I have since been pondering what keeps me from doing the very same thing, and I just might be lacking in faith. It requires a great leap of faith to give back to God the things that seem to be essentially ours -- the only things that will leave this life with us when we go, our essential characteristics and the knowledge we've gained as a result. But those very things that we will take with us are the direct result of those characteristics that were ours when our spirits were created -- in other words, He gave them to us.

This makes so much sense to me, and yet . . . and yet. I hold onto things that prevent me from being able to serve wholeheartedly. I cling to little pieces of the world while simultaneously trying to figure out why I can't find the time to do the most essential things in my life. I have a suspicion that were I just to hand it all to the Lord, every single piece of my life, the good, the bad, and the ugly, He would magnify me, as well.

I find great irony in the fact that we struggle to give ourselves up to the Lord, when what He would do with us is make us more essentially us, better than we can do alone, happier, stronger, more joyful, comforted, peaceful. Please, God, let me lose myself . . . so that I may become me -- the me that He can see even when I cannot.

And me, magnified? Well, I hope it will be even half as wonderful as Sister Beck.

Wednesday, September 16, 2009


Today, my grandmother came to visit me. Not really. But I made her soup, and it was almost as though she was here.

I've been feeling a bit under the weather as of late -- not pregnancy-related, so don't worry. Just some sniffles that have now morphed into an elephant getting comfortable on my lungs, which cough frequently in ill-fated attempts to rid themselves of the heavy beast.

I think of my grandmother often: whenever I laugh; whenever I eat popcorn, pot roast, applesauce, frozen peaches, or anything with her Pennsylvania Dutch salad dressing; whenever I watch a beauty pageant on television; whenever I shop for or fold linens and towels; whenever I look through my cookbooks and find her ambidextrous, spidery hand-scrawled notes in the margins; whenever I hear a joke that makes me blush a little; whenever I catch myself humming.

Today, I wanted her to scratch my back with her crooked, arthritic fingers while I fell asleep in her big guest room bed. I wanted to open her linen closet and inhale the scent of clean sheets that equals comfort way back in my hippocampus, the primitive part of my brain. I wanted her to give me a stick of gum -- Wrigley's white. I wanted her to let me try on all of her peep-toe pumps, slingback heeled sandals and costume jewelry while she made her soup.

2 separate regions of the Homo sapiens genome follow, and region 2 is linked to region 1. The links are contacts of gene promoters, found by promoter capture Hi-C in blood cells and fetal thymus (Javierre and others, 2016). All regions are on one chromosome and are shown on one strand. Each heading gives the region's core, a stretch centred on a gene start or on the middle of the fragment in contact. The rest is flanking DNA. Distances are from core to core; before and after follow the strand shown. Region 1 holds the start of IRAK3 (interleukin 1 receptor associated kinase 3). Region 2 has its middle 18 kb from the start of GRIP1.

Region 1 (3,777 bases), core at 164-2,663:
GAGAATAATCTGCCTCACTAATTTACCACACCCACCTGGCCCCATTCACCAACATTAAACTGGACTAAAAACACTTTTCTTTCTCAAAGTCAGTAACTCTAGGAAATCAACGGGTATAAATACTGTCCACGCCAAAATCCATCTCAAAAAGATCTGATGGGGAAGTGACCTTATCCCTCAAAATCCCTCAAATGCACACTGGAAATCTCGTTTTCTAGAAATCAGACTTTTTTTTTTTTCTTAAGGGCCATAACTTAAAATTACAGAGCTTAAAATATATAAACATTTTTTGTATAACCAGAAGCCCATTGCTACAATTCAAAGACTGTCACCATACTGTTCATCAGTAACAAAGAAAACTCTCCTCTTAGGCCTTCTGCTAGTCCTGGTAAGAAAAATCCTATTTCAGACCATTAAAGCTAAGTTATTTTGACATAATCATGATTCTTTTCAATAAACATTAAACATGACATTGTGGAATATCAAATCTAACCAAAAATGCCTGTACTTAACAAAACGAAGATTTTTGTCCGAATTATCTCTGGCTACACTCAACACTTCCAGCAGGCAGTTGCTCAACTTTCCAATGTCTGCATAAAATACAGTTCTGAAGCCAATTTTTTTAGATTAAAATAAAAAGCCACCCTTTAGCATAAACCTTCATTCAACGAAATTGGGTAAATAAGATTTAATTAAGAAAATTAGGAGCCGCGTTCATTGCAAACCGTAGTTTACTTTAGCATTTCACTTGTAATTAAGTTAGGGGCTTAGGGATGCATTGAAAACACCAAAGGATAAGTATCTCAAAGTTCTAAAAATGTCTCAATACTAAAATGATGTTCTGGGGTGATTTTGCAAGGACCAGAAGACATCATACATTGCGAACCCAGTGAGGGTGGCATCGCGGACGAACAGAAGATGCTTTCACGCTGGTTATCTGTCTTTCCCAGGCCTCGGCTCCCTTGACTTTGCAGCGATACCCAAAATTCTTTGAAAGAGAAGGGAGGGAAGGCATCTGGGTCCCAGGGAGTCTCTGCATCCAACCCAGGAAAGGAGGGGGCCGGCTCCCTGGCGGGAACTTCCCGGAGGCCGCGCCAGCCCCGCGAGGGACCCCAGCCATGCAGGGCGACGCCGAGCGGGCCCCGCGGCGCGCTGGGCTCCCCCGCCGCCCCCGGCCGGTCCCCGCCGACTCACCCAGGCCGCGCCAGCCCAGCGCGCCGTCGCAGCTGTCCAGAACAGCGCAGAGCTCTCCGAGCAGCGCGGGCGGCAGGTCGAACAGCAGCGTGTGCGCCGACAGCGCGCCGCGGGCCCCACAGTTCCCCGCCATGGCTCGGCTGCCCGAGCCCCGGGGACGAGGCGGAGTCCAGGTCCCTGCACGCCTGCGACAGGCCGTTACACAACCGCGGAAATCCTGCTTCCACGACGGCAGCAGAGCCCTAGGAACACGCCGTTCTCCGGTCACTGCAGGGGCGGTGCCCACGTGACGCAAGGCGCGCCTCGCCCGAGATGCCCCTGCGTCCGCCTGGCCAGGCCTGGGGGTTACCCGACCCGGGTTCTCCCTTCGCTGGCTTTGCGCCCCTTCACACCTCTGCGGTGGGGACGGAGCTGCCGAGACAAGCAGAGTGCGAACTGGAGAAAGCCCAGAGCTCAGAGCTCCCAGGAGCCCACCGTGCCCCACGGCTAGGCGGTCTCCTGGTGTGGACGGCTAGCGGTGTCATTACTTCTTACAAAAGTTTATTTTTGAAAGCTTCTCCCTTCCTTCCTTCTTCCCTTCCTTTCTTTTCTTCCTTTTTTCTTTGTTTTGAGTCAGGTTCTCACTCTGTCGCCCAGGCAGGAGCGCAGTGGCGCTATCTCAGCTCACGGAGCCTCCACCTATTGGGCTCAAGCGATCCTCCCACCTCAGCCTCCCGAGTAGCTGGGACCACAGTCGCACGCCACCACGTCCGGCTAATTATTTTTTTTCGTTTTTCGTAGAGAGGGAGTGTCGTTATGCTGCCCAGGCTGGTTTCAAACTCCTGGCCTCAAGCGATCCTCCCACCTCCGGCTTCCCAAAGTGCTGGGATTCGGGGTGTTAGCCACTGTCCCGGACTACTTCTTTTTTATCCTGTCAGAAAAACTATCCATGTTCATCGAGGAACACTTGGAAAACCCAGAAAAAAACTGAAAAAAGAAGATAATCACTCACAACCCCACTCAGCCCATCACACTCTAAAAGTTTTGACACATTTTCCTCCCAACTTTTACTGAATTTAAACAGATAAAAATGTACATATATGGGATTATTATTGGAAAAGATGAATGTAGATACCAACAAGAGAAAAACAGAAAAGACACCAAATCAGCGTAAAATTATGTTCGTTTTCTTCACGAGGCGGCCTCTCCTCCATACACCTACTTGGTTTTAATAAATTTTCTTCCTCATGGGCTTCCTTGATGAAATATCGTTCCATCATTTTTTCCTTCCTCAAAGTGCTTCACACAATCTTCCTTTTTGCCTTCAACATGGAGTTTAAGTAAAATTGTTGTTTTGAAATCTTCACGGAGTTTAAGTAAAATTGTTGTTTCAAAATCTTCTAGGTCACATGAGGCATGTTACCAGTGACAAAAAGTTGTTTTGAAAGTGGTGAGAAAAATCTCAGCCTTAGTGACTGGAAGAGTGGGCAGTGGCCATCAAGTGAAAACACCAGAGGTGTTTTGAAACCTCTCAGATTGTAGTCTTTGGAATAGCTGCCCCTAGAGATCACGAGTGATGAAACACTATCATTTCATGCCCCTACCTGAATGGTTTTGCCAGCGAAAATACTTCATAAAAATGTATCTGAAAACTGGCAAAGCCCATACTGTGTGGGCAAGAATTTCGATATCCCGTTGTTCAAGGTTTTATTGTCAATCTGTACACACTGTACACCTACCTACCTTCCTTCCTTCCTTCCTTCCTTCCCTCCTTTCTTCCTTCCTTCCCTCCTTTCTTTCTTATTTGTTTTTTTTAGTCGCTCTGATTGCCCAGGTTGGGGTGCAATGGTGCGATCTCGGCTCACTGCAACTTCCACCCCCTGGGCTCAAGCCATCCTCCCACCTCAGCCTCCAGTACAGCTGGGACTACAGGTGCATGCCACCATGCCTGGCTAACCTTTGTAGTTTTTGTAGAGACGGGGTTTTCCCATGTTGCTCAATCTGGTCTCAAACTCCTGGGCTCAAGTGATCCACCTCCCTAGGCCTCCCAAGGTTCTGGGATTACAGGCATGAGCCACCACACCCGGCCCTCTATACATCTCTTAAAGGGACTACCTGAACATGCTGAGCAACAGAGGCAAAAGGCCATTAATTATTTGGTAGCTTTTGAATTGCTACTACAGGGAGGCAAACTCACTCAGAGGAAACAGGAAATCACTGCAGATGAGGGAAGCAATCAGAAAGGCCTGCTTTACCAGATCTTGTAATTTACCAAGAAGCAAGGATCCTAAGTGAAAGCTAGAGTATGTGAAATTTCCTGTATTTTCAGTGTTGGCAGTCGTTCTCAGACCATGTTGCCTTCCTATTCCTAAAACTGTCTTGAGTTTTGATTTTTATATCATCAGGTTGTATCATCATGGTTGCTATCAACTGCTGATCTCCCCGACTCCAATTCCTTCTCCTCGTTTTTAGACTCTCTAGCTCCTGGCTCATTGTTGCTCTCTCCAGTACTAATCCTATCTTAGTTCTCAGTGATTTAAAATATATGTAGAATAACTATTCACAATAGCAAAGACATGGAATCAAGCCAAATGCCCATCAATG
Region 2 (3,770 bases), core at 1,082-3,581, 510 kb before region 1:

Her soup. I don't remember the first time I ate it. I don't remember not eating it. I remember sitting at the table in her kitchen, air redolent with the scent of simmering soup, looking for patterns in the strawberry wallpaper. I remember the same soup cooking in my house as I grew up. My mom served the soup with it's divinely-inspired counterpart: fresh homemade whole wheat bread.

Today, I needed the soup. I didn't have the energy to make bread, but the soup . . . oh, the soup. It was perfect. And delicious. And if I could have taken some to my sick sister, MommyJ, I would have.

Grandma Ayres' Hamburger Vegetable Soup

(I am not strict with these measurements. In fact, I kind of made them up. Because mostly, the soup is a list of ingredients and a big pot. So just go with it.)

1-2 lb. ground beef (lean)
3 medium carrots, diced
2 medium stalks of celery, diced
1 large potato, diced
2 medium onions, diced
1-28 oz. can diced tomatoes
2 tsp. salt
1/2 tsp. pepper
1 tsp. brown gravy sauce
1-2 bay leaves
1/8-1/4 tsp. basil
Water, to cover

Brown the ground beef, and drain off the fat. (MommyJ rinses hers.) Put it in the pot with everything else. Cover. Bring to a boil, then reduce heat to simmer. Cook until it smells right. Eat it. Then eat it again the next day -- it will be better.

Make it when you don't feel good. It will make you feel better. Make it for other people when they don't feel good. It will make them feel better, too. Make too much, and then give it away. Make way too much and give some of it away, then freeze the rest. No matter how you make it, comfort is sure to follow.

Tuesday, September 15, 2009

One thing that makes me happy . . .

. . . is this song: U2's Stuck in a Moment. It came up on my iPod yesterday and I smiled. I still love the regular version, but there's just something about a voice and a guitar that really, really does it for me. Each time I hear it, I remember the first time I heard the acoustic version, which was as the final encore at the U2 concert I attended in Atlanta in 2005. And then I remember how CPod moved heaven and earth to find a recording of it to give me for Christmas. Every time I hear it, I have happy memories. I decided to share, so I searched for it on YouTube and found this:

Imagine my joy to discover that they have also been doing the acoustic version on this concert tour . . . and that I will, hopefully, be listening to it exactly three weeks from right now!

So just press play, and enjoy!

Wednesday, September 9, 2009

A Really, Really Great (True) Love Story and It Isn't Even Mine. And also some random stuff.

Last week was busy. My calendar is full in September. And October. And then I have this little thing written on November 4, and NOTHING else. 8 more weeks! I can see the light!

Okay. So last week was busy because it was a symphony week . . . rehearsal, rehearsal, rehearsal, concert, concert. Not terrible, but only because it only happens six times a year.

We begin every season with a pops concert -- last year, all Cole Porter; two years ago, Gershwin; three years ago, I think it was Broadway. Fun stuff, especially if you're old enough to remember who Cole Porter was without watching De-Lovely.

This year, the program was all Irving Berlin. Generally, I don't love playing these concerts because the viola parts are, um, less than challenging, unless you're incapable of feeling off-beats. But we always have great singers, and the songs are familiar, and the audience leaves happy, so I usually come out of it with some degree of satisfaction as well. And a paycheck. Which helps.

Can I just say that I had no idea Irving Berlin wrote so much music? Seriously. We have him to thank for such perennial classics as "White Christmas" and "God Bless America". But there's so, so, so much more! I did some research and I think I have a retroactive crush on a man who died at the ripe old age of 101 -- just as I was entering puberty.